Evidence from Two Large Field Experiments that Peer Comparison Feedback Can Reduce Residential Energy Usage
By providing feedback to customers on home electricity and natural gas usage with a focus on peer comparisons, utilities can reduce energy consumption at a low cost. We analyze data from two large-scale, random-assignment field experiments conducted by utility companies providing electricity (the Sacramento Municipal Utility District (SMUD)) and electricity and natural gas (Puget Sound Energy (PSE)), in partnership with a private company, Positive Energy/oPower, which provides monthly or quarterly mailed peer feedback reports to customers. We find reductions in energy consumption of 1.2% (PSE) to 2.1% percent (SMUD), with the decrease sustained over time (seven months (PSE) and twelve months (SMUD)).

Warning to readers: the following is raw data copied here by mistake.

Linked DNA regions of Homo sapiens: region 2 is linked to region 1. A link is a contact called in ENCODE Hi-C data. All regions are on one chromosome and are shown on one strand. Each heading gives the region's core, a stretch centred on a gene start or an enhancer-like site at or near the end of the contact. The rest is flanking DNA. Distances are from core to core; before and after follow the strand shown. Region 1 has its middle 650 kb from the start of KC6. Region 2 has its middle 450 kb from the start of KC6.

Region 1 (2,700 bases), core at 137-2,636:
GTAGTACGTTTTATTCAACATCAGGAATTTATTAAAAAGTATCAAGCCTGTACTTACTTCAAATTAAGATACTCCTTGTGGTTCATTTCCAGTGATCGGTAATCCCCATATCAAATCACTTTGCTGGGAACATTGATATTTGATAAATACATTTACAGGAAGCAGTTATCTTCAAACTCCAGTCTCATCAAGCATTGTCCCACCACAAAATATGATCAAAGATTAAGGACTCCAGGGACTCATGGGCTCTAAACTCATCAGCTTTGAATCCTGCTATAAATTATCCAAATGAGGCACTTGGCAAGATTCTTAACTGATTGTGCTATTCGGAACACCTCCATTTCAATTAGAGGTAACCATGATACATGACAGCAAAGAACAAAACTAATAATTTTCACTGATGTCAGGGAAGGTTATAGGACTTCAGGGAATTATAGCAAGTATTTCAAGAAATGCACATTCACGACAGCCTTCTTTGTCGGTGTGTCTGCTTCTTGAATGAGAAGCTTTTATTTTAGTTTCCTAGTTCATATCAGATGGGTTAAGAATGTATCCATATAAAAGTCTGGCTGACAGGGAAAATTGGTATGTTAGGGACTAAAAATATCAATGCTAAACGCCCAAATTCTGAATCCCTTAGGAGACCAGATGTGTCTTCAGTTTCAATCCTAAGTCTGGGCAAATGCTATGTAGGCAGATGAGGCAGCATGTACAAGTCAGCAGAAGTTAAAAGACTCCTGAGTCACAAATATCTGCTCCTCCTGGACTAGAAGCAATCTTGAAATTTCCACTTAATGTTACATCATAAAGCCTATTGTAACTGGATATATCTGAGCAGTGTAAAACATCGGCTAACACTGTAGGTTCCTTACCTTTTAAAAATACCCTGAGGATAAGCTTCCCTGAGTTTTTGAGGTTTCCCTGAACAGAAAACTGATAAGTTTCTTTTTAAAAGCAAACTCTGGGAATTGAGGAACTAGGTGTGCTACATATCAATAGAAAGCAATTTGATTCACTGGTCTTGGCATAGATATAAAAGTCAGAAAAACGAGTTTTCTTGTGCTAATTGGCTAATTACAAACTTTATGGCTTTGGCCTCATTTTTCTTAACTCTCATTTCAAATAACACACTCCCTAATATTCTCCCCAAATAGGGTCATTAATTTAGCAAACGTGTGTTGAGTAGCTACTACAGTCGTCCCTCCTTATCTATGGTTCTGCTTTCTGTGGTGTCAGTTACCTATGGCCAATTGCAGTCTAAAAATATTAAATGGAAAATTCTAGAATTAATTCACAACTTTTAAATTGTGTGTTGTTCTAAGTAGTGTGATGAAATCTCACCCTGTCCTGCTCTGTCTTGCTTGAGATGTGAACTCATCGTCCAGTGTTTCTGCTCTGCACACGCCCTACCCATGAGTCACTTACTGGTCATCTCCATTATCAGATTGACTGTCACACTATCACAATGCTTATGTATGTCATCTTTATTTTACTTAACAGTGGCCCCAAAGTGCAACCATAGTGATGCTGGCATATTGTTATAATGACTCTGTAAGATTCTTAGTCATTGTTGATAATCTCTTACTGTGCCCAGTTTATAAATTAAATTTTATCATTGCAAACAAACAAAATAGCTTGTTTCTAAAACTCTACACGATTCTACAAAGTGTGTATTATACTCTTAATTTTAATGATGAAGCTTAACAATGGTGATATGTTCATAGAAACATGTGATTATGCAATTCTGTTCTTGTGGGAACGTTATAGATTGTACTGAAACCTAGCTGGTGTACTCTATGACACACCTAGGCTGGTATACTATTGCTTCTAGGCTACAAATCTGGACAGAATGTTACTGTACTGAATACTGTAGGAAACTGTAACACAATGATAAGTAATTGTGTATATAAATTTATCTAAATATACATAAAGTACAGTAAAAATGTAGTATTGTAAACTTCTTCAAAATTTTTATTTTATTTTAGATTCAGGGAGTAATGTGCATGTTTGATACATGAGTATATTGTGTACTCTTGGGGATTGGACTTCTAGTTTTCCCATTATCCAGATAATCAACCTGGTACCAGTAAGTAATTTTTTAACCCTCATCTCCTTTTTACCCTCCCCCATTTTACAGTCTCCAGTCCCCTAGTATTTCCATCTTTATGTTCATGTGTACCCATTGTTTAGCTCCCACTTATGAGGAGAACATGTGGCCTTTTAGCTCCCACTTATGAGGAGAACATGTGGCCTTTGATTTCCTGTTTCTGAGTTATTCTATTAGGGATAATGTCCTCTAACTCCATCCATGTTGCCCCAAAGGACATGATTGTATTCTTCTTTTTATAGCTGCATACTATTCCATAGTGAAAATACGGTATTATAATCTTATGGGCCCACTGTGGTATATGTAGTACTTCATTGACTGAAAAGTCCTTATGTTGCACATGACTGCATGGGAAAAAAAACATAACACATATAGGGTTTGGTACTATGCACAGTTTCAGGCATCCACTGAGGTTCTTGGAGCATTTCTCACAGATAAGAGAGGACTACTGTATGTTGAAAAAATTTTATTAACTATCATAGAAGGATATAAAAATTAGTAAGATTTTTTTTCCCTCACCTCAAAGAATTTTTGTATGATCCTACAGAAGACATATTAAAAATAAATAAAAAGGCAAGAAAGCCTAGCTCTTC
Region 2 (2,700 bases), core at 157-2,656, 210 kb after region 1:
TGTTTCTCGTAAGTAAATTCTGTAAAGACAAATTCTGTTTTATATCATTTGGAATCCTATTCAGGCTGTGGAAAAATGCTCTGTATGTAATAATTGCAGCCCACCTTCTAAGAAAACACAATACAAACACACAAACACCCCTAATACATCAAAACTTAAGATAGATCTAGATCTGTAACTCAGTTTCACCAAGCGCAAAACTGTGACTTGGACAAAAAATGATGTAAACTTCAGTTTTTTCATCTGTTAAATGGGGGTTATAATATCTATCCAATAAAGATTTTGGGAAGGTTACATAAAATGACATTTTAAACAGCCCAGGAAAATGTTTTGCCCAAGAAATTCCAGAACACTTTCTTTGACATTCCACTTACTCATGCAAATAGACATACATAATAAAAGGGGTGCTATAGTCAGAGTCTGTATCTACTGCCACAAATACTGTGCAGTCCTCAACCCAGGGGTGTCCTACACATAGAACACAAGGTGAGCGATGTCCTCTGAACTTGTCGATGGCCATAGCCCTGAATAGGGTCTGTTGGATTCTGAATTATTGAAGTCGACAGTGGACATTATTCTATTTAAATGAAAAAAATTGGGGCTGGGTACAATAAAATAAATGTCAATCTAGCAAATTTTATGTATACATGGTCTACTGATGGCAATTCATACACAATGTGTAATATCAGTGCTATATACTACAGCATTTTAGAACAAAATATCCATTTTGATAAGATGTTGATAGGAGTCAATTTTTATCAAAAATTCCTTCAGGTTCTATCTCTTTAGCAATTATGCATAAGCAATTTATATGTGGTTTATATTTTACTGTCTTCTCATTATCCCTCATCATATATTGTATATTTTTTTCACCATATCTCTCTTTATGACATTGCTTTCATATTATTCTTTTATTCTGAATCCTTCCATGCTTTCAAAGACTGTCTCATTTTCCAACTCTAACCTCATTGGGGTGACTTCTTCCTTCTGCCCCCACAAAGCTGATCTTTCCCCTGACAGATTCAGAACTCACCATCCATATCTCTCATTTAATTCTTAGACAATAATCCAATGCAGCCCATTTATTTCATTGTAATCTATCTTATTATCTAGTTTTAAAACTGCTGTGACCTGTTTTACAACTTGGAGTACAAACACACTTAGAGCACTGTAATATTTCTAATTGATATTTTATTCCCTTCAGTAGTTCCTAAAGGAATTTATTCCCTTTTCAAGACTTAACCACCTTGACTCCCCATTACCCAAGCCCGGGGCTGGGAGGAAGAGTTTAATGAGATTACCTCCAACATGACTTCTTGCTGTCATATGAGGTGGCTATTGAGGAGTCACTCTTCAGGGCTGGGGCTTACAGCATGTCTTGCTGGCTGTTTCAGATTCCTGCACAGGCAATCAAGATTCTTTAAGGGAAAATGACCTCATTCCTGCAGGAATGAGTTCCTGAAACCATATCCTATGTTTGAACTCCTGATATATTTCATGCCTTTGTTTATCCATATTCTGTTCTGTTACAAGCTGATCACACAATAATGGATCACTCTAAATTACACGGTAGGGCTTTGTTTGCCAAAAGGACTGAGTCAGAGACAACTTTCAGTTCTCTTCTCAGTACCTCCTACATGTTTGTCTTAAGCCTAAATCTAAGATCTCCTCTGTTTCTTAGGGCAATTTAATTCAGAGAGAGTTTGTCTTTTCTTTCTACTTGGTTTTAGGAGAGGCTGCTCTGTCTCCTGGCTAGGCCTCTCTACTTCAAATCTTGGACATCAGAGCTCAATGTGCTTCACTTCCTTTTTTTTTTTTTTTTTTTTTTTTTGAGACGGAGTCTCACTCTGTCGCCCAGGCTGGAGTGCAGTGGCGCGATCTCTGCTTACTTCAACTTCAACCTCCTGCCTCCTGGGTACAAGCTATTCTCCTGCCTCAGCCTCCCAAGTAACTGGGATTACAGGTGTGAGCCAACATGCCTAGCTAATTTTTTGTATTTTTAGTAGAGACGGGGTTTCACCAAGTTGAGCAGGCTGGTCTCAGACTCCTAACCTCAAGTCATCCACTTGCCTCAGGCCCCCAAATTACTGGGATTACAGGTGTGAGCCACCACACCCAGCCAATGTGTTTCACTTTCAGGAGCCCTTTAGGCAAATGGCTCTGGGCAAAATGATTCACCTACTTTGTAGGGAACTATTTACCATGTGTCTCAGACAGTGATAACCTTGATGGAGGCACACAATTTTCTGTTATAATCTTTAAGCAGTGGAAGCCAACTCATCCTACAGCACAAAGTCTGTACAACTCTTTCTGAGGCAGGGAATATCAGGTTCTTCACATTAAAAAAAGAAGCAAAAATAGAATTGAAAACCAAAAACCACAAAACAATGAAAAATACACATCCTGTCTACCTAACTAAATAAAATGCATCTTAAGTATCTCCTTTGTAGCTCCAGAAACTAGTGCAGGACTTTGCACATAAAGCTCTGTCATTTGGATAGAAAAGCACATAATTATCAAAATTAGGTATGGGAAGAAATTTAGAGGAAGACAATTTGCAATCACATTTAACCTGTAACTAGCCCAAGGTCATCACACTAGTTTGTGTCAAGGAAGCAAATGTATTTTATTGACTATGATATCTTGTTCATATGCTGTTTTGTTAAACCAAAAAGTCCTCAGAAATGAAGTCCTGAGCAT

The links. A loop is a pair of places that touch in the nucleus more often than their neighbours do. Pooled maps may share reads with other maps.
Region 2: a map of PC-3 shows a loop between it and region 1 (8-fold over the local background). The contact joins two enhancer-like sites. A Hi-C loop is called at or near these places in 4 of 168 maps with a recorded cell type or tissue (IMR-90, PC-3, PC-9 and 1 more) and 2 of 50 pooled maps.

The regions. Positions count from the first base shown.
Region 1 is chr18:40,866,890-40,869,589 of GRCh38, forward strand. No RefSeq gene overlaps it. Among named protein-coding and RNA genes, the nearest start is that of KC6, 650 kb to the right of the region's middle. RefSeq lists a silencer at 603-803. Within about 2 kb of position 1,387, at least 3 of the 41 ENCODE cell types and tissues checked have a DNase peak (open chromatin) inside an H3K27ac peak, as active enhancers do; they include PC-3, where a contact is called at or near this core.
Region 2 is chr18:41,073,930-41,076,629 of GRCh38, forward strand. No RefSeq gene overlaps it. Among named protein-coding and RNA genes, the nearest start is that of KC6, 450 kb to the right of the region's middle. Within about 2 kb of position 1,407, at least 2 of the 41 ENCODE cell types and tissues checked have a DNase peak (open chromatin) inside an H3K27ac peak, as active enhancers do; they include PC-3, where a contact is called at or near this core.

Special thanks to Tyler Curtis and Alex Laskey from Positive Energy/oPower for contributing criticism to earlier drafts. The views expressed herein are those of the author(s) and do not necessarily reflect the views of the National Bureau of Economic Research.
- When customers received information on the energy consumption of their neighbors, average energy use declined by 1.2 to 2.1 percent...
Evidence from Two Large Field Experiments that Peer Comparison Feedback Can Reduce Residential Energy Usage, 29 JOURNAL OF LAW, ECONOMICS AND ORGANIZATION 992 (2013) (with Sophie Raseman & Alice Shih).